Rulemakers and Toolmakers: Adaptive Object Models as as Agile Division of Labor

Mon 8:30-12:00 pm - Bonanza A
Joseph Yoder, The Refactory, Inc., United States
Rebecca Wirfs-Brock, Wirfs-Brock Associates, United States

Ultimate Agility: Let Your Users Do Your Work! Agile practices liberate us from the straightjackets of top-down design. But, the ease with which requirements can change encourage users to overwhelm us with requests for features. The result: Featuritis. Adaptive Object-Models support changeable domain modules by casting business rules as interpreted data and representing objects, properties and relationships in external declarations. Now users can change the system themselves as their business dictates without having to deal with programmers at all. It's the ultimate in agility!

The centerpieces of this tutorial will be a presentation of the highlights of five real-world systems the authors have worked on.

Our examination of each will will showcase the ways in which the incorporation of an Adaptive Object-Model Architecture made our users more Agile, thereby justfiing the additional effort and complexity of this approach.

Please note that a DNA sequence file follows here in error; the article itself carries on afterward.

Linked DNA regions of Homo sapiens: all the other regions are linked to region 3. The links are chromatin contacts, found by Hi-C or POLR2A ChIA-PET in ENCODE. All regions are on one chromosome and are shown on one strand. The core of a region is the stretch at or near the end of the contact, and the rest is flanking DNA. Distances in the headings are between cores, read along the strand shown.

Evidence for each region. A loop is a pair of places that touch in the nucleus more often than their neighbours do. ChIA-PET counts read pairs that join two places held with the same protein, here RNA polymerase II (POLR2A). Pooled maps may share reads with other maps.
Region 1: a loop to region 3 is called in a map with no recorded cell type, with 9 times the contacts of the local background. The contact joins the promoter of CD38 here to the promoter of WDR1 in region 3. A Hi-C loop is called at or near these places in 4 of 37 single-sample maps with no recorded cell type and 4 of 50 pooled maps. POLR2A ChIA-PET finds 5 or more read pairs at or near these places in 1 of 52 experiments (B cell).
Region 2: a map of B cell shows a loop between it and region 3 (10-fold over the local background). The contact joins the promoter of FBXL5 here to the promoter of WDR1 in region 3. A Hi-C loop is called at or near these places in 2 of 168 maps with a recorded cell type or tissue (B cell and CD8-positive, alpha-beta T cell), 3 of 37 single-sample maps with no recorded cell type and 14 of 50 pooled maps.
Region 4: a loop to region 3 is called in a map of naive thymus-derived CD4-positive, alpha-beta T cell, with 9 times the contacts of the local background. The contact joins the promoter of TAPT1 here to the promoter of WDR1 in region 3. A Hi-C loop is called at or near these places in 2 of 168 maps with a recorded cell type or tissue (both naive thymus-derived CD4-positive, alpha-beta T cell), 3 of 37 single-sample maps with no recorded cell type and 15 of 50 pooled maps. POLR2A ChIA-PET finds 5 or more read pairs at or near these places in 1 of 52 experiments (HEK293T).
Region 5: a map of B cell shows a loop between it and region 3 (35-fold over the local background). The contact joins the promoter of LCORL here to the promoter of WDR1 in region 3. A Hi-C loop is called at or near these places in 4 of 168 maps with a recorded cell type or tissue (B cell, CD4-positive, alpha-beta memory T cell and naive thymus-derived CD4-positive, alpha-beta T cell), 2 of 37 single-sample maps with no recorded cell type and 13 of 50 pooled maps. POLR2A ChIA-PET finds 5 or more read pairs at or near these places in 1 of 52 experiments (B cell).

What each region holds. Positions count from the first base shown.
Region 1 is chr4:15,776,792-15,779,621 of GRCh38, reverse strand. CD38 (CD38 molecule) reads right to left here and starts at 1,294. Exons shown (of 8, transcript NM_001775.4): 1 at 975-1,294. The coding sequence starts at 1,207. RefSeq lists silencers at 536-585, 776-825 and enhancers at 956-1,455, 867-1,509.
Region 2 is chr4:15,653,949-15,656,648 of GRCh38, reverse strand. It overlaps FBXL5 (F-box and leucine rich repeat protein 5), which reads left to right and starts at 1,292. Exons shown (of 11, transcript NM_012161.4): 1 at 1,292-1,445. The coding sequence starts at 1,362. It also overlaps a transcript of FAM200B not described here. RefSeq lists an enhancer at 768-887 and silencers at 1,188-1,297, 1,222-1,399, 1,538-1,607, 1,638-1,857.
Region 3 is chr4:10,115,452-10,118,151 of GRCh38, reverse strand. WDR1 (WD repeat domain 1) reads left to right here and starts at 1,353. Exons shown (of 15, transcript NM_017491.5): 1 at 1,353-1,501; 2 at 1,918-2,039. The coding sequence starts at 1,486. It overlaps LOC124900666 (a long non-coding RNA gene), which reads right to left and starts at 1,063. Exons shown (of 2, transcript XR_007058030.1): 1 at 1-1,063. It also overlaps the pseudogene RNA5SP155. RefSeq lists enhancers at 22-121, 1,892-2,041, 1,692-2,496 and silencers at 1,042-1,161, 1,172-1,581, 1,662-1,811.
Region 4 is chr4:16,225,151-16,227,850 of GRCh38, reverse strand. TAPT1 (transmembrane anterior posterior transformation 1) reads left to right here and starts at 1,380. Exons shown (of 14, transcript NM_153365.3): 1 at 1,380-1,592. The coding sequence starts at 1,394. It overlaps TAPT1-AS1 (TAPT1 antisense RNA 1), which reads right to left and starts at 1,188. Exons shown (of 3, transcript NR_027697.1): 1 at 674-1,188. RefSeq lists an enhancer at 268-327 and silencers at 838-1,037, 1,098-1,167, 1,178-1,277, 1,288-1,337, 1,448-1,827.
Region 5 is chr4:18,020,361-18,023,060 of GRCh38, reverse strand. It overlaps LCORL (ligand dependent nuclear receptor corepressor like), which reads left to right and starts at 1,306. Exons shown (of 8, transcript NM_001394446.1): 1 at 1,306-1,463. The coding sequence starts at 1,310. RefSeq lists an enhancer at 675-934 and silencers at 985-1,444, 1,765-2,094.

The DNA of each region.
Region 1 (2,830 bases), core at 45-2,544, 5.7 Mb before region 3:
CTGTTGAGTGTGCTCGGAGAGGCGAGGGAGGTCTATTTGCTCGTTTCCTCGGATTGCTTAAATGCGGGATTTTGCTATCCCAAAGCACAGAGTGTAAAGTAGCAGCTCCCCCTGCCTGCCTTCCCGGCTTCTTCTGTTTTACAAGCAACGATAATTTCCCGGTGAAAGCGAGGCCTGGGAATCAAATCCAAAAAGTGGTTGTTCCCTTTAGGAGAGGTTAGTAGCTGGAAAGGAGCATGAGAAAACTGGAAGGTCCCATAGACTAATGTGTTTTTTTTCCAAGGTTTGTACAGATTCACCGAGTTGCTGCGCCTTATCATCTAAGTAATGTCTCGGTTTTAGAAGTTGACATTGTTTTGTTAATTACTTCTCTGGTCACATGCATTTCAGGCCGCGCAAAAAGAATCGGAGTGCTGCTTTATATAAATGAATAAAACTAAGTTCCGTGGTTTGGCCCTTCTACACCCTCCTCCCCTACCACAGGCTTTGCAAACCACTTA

The Adaptive Object-Model Architecture will be presented as a system that represents classes, attributes, relationships, and behavior as metadata. Addtionally, a detail review of a process for developing AOM's will be examined.

AudiencePractitioners, Educators
Objectives

Learning outcomes:

  • See how to let users build and modify complex structures like business rules themselves, so that you, the programmer don't have to anymore.
  • Learn when, and when not to use this architecture.
  • A Core Understanding of AOM Architecture.
  • See how to make new types of objects with attributes, relationships, and behavior through using the TypeObject, Properties, EntitiyRelationship, and RuleObject patterns.
  • Understand when to consider AOM architectures for building end-user adaptable software.
  • Understand the basics of using metadata to represent objects, properties and relationships.
  • Be able to identify the risks of exposing "programming" facilities to users, and how to mitigate these risks.
  • This will emphasize how a system that is a model based on instances rather than classes allows users to more quickly change the system by simply changing the metadata (object model) to reflect changes in the domain.
  • Review the process for developing highly adaptive systems and how important an Agile process is for these architectures.
Class format

Presentation with discussion.